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Pathophysiology of seizures and epilepsy

Carl E Stafstrom, MD, PhD
Jong M Rho, MD
Section Editor
Timothy A Pedley, MD
Deputy Editor
April F Eichler, MD, MPH


An epileptic seizure is an episode of neurologic dysfunction in which abnormal neuronal firing is manifest clinically by changes in motor control, sensory perception, behavior, or autonomic function. Epilepsy is the condition of recurrent spontaneous seizures arising from aberrant electrical activity within the brain. While anyone can experience a seizure under the appropriate pathophysiological conditions, epilepsy suggests an enduring alteration of brain function that facilitates seizure recurrence. Epileptogenesis is the process by which the normal brain becomes prone to epilepsy [1].

The aberrant electrical activity that underlies epilepsy is the result of biochemical processes at the cellular level promoting neuronal hyperexcitability and neuronal hypersynchrony. However, a single neuron, discharging abnormally, is insufficient to produce a clinical seizure, which occurs only in the context of large neuronal networks. Several key cortical and subcortical structures are involved in generating a seizure.

This topic reviews the cellular basis for focal and generalized seizure activity, with specific attention to ion channels, the essential currency of neuronal excitability, and the hippocampus, one of the most seizure-prone areas of the brain. The pharmacology of anti-seizure drugs and issues related to the assessment and management of patients with epilepsy are discussed separately. (See "Antiseizure drugs: Mechanism of action, pharmacology, and adverse effects" and "Overview of the management of epilepsy in adults".)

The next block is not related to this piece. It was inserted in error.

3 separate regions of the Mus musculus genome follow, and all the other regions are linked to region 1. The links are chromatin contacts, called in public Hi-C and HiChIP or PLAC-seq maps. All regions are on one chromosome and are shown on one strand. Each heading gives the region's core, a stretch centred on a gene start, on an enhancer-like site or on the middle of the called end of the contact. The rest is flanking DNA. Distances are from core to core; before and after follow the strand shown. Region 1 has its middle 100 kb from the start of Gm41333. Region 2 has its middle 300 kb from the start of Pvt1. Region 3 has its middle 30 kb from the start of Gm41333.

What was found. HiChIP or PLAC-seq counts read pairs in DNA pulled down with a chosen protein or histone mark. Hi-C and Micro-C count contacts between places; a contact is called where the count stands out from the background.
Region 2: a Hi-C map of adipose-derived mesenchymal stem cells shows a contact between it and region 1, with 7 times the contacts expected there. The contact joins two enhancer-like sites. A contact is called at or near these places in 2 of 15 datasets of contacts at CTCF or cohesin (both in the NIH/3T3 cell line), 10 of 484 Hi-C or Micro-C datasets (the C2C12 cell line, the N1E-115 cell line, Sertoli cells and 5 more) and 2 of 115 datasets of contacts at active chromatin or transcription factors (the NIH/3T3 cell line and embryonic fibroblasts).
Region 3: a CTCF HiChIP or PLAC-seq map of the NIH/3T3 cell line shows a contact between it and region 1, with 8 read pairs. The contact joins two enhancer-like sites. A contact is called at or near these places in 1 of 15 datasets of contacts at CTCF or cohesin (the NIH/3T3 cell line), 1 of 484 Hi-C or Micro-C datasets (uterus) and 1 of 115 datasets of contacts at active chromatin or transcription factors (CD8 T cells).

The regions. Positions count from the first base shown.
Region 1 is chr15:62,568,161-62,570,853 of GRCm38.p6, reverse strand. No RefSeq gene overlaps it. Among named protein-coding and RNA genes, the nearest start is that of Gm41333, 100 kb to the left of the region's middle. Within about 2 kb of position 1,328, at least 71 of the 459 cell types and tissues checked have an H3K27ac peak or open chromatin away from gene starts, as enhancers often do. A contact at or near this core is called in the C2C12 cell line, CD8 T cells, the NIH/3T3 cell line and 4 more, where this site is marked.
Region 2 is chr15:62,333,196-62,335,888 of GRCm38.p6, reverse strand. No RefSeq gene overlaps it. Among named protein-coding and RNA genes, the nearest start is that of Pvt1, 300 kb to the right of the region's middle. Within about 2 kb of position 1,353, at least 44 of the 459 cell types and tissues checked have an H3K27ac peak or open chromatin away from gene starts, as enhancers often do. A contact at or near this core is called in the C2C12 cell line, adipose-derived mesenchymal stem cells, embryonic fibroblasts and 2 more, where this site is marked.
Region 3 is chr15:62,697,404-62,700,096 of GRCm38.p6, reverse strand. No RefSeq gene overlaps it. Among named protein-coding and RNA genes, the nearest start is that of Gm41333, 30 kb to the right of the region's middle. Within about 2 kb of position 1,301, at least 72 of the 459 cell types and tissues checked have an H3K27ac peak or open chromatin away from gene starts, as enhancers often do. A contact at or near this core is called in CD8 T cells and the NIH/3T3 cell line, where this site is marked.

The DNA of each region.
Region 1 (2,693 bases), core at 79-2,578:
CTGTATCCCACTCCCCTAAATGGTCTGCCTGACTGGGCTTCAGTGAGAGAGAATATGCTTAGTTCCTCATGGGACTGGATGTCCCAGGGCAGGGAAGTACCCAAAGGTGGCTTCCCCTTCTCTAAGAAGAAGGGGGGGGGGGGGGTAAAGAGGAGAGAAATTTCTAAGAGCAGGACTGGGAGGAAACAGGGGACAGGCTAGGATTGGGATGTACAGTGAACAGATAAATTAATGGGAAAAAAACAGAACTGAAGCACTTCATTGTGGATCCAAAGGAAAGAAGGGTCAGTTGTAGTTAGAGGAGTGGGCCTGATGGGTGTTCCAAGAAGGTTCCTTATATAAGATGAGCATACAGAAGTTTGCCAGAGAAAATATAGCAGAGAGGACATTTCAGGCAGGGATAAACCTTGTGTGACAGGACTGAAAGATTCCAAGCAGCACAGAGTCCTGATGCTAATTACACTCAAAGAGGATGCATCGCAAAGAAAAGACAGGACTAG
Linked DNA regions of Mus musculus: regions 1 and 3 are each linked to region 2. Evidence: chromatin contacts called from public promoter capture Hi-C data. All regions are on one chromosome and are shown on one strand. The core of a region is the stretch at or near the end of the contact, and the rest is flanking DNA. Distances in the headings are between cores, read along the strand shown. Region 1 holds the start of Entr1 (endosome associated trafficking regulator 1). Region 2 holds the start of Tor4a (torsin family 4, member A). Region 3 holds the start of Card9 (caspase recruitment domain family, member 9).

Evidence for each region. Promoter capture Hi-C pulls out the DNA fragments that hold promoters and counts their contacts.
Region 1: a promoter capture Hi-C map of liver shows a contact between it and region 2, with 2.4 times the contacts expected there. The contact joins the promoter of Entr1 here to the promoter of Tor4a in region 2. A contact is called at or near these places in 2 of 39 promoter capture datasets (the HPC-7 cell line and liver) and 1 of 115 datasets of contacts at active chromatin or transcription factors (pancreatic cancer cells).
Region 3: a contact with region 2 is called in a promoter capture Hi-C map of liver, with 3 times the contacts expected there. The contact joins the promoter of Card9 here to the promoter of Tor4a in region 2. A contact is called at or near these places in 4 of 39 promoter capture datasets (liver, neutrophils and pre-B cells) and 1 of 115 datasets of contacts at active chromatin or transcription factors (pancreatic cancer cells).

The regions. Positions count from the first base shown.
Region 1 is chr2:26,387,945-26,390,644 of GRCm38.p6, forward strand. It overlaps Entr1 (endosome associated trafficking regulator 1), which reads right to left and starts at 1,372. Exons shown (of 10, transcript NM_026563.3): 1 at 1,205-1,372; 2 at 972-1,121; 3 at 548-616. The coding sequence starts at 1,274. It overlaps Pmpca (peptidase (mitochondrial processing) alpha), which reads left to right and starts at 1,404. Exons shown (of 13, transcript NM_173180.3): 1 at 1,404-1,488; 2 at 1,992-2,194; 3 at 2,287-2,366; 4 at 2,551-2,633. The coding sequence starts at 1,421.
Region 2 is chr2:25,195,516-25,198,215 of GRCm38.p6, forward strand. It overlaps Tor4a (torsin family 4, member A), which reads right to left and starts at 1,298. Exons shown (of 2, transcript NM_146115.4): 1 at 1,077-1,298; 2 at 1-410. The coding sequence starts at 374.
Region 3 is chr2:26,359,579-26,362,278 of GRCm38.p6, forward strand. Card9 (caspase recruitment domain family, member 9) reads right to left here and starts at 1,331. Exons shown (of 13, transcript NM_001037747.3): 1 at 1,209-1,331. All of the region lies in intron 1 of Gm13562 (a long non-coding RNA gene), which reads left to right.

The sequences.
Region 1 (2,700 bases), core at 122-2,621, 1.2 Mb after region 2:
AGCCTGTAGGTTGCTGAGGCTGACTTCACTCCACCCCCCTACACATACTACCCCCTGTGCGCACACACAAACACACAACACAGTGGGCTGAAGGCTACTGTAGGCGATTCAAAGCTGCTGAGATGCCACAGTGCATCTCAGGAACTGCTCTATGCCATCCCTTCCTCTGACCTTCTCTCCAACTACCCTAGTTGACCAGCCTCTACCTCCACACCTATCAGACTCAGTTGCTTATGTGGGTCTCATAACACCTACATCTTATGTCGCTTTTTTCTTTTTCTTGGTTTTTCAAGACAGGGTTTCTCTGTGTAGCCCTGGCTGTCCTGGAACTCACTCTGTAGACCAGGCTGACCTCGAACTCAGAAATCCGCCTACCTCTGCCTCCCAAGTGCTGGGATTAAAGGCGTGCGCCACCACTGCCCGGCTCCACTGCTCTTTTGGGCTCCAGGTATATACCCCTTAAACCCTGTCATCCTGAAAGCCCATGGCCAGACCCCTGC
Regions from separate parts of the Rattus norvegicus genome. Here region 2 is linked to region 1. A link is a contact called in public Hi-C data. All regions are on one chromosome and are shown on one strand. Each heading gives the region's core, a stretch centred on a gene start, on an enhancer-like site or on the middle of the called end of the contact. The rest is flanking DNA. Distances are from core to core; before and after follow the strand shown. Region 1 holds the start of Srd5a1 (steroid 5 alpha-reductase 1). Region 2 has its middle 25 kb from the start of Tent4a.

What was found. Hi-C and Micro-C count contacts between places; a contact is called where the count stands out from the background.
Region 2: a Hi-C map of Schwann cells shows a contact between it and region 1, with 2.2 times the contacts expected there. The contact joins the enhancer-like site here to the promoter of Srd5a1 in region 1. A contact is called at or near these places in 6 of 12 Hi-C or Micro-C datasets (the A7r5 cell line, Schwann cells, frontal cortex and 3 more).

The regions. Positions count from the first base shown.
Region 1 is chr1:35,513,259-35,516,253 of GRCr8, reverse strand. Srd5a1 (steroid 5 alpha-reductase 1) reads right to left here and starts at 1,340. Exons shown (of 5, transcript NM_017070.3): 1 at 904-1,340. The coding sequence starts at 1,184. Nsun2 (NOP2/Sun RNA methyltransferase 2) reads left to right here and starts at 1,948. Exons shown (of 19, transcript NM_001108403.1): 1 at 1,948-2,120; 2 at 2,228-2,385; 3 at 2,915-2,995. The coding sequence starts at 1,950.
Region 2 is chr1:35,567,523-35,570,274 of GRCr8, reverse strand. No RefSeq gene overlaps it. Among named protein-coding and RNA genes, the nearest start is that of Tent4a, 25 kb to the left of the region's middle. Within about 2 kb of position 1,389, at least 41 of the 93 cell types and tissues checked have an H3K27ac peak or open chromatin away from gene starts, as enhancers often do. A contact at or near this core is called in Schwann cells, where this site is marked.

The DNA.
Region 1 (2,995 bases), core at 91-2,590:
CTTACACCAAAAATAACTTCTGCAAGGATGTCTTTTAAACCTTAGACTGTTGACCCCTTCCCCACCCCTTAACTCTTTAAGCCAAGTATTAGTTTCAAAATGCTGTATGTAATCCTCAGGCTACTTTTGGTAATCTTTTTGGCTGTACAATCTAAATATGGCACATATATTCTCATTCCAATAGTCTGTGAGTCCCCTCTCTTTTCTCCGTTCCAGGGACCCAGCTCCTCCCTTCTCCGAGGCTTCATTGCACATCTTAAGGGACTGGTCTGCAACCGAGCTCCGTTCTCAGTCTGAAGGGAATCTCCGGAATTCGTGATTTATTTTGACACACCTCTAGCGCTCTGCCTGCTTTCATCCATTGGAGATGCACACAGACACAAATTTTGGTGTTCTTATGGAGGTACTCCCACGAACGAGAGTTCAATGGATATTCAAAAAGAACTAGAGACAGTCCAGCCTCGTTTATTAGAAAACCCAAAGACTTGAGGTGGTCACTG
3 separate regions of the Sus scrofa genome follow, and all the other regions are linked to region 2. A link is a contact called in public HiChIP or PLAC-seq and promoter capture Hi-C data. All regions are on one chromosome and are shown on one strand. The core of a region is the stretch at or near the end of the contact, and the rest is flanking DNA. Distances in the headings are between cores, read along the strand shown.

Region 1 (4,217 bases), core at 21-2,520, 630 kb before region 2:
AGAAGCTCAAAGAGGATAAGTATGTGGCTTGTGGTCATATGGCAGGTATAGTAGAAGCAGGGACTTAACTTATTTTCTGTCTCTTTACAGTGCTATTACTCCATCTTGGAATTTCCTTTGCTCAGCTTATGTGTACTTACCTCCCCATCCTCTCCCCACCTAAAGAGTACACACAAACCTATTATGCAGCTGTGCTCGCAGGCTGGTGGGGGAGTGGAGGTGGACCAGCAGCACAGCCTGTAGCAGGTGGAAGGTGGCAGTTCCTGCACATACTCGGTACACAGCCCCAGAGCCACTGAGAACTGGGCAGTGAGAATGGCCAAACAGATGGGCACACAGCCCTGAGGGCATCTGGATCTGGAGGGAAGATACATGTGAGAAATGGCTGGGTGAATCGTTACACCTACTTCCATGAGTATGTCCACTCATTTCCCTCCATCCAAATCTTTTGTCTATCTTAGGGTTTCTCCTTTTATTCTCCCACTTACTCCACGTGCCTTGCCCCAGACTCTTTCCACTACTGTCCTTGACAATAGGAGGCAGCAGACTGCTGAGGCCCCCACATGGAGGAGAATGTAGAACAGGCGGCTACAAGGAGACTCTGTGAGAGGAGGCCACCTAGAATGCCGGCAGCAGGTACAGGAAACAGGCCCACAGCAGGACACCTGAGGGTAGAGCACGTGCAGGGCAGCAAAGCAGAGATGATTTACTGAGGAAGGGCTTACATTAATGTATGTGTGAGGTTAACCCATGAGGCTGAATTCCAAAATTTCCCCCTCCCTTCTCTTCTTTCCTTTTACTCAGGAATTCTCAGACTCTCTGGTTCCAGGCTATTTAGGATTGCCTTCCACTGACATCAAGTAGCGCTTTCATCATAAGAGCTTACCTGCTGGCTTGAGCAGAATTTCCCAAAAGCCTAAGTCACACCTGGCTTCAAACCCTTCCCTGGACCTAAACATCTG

Epilepsy is not a singular disease, but is heterogeneous in terms of clinical expression, underlying etiologies, and pathophysiology (table 1). As such, specific mechanisms and pathways underlying specific seizure types may vary. Epileptic seizures are broadly classified according to their site of origin and pattern of spread (figure 1).

Focal seizures arise from a localized region of the brain and have clinical manifestations that reflect that area of brain. Focal discharges can remain localized or they can spread to nearby cortical areas, to subcortical structures and/or transmit through commissural pathways to involve the whole cortex. The latter sequence describes the secondary generalization of focal seizures. As an example, a seizure arising from the left motor cortex may cause jerking movements of the right upper extremity. If epileptiform discharges spread to adjacent areas and then the entire brain, it is called a secondarily generalized tonic-clonic seizure.

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Literature review current through: Sep 2017. | This topic last updated: Oct 26, 2015.
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